A singular, engrossing take on a region that until now has been mostly documented from a scientific angle or romanticized by...




Anthony’s debut—named after the “meat stew of the ravenous”—traces hardships during Antarctic expeditions and the sometimes disconcerting fare borne of isolation.

From blubber to penguin meat, and on infamous occasions, sled dogs and horses, supplemented by canned foods as well as pemmican (a concentrated mixture of fat and protein, the “perfect endurance food used by Native Americans for millennia”), polar cuisine has always had a storied history. The author discusses a variety of Antarctic-related topics, including problems and shortages during the journeys of Roald Amundsen, Ernest Shackleton, Douglas Mawson, Robert Scott and Richard E. Byrd; some of history’s lesser-known expeditions and their cooks; changes brought by researchers and staff during the International Geophysical Year (1957–1958); the U.S. Navy galley at McMurdo; and the exploration efforts of later independent parties. He reveals the resourcefulness and hubris needed to curtail scurvy as well as deprivation in the name of discovery and how initial hurdles gave way to improvements, including cargo transport of fresh goods from New Zealand and better nutritional knowledge. Still, he writes, “Antarctic cuisine has always made prisoners out of residents. The higher someone’s culinary expectations were, the darker the prison they found.” Anthony enlivens historical facts with a knack for choice anecdotes; one man’s minted peas created with toothpaste stand out as much as unexpectedly hotel-worthy midwinter celebrations. In later, thought-provoking chapters, the author considers the environmental toll created by food waste and inefficient management. Anthony concludes with his own experience as support staff.

A singular, engrossing take on a region that until now has been mostly documented from a scientific angle or romanticized by adventurers.

Pub Date: Nov. 1, 2012

ISBN: 978-0-8032-2666-1

Page Count: 368

Publisher: Univ. of Nebraska

Review Posted Online: Sept. 2, 2012

Kirkus Reviews Issue: Sept. 15, 2012

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The author's youthfulness helps to assure the inevitable comparison with the Anne Frank diary although over and above the...


Elie Wiesel spent his early years in a small Transylvanian town as one of four children. 

He was the only one of the family to survive what Francois Maurois, in his introduction, calls the "human holocaust" of the persecution of the Jews, which began with the restrictions, the singularization of the yellow star, the enclosure within the ghetto, and went on to the mass deportations to the ovens of Auschwitz and Buchenwald. There are unforgettable and horrifying scenes here in this spare and sombre memoir of this experience of the hanging of a child, of his first farewell with his father who leaves him an inheritance of a knife and a spoon, and of his last goodbye at Buchenwald his father's corpse is already cold let alone the long months of survival under unconscionable conditions. 

The author's youthfulness helps to assure the inevitable comparison with the Anne Frank diary although over and above the sphere of suffering shared, and in this case extended to the death march itself, there is no spiritual or emotional legacy here to offset any reader reluctance.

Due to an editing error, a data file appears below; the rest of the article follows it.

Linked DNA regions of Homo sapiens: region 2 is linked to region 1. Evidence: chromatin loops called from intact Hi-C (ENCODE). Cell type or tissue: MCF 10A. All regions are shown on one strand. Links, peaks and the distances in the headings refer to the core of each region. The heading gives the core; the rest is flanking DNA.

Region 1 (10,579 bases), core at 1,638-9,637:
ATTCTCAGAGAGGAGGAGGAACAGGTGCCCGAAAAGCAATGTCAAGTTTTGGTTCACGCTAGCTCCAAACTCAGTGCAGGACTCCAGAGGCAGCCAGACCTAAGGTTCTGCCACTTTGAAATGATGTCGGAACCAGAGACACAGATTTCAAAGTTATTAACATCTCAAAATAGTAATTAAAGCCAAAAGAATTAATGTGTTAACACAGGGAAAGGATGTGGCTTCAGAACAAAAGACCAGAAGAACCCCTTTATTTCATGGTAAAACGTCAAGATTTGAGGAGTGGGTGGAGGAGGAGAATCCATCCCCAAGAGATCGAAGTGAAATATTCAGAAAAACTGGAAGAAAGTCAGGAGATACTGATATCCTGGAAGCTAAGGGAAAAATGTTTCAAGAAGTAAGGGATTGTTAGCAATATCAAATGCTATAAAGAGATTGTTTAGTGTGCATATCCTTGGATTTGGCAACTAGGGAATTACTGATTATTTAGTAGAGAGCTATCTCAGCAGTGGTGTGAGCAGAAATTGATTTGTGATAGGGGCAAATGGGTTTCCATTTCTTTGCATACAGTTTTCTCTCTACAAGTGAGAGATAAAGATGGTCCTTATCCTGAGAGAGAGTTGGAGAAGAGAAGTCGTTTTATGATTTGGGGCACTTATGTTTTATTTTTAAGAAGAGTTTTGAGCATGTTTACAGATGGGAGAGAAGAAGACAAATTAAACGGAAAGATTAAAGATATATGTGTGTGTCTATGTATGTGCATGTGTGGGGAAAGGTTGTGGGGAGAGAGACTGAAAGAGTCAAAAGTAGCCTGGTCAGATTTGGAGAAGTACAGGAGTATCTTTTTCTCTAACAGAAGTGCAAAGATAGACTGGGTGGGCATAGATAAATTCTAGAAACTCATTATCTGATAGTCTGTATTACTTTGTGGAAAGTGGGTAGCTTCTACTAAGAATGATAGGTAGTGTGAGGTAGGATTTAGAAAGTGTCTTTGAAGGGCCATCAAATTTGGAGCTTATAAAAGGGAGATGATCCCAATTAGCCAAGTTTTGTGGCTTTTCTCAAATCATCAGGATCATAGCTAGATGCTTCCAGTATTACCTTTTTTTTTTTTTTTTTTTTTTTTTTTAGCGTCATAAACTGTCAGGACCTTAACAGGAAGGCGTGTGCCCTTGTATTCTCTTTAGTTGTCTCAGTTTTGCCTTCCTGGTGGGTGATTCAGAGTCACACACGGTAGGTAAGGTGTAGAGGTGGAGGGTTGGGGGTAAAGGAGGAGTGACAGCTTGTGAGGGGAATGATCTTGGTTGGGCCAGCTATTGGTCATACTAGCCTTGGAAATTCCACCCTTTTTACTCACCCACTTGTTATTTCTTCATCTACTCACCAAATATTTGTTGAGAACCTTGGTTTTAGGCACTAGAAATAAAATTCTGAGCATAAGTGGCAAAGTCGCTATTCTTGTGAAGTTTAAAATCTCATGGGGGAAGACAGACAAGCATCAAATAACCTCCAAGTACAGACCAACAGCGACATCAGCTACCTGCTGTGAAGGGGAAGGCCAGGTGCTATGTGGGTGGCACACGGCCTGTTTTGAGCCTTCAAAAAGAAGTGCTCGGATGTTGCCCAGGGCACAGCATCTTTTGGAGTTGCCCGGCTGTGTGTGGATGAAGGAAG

Pub Date: Jan. 16, 2006

ISBN: 0374500010

Page Count: 120

Publisher: Hill & Wang

Review Posted Online: Oct. 7, 2011

Kirkus Reviews Issue: Jan. 15, 2006

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For Howard Zinn, long-time civil rights and anti-war activist, history and ideology have a lot in common. Since he thinks that everything is in someone's interest, the historian—Zinn posits—has to figure out whose interests he or she is defining/defending/reconstructing (hence one of his previous books, The Politics of History). Zinn has no doubts about where he stands in this "people's history": "it is a history disrespectful of governments and respectful of people's movements of resistance." So what we get here, instead of the usual survey of wars, presidents, and institutions, is a survey of the usual rebellions, strikes, and protest movements. Zinn starts out by depicting the arrival of Columbus in North America from the standpoint of the Indians (which amounts to their standpoint as constructed from the observations of the Europeans); and, after easily establishing the cultural disharmony that ensued, he goes on to the importation of slaves into the colonies. Add the laborers and indentured servants that followed, plus women and later immigrants, and you have Zinn's amorphous constituency. To hear Zinn tell it, all anyone did in America at any time was to oppress or be oppressed; and so he obscures as much as his hated mainstream historical foes do—only in Zinn's case there is that absurd presumption that virtually everything that came to pass was the work of ruling-class planning: this amounts to one great indictment for conspiracy. Despite surface similarities, this is not a social history, since we get no sense of the fabric of life. Instead of negating the one-sided histories he detests, Zinn has merely reversed the image; the distortion remains.

Pub Date: Jan. 1, 1979

ISBN: 0061965588

Page Count: 772

Publisher: Harper & Row

Review Posted Online: May 26, 2012

Kirkus Reviews Issue: Jan. 1, 1979

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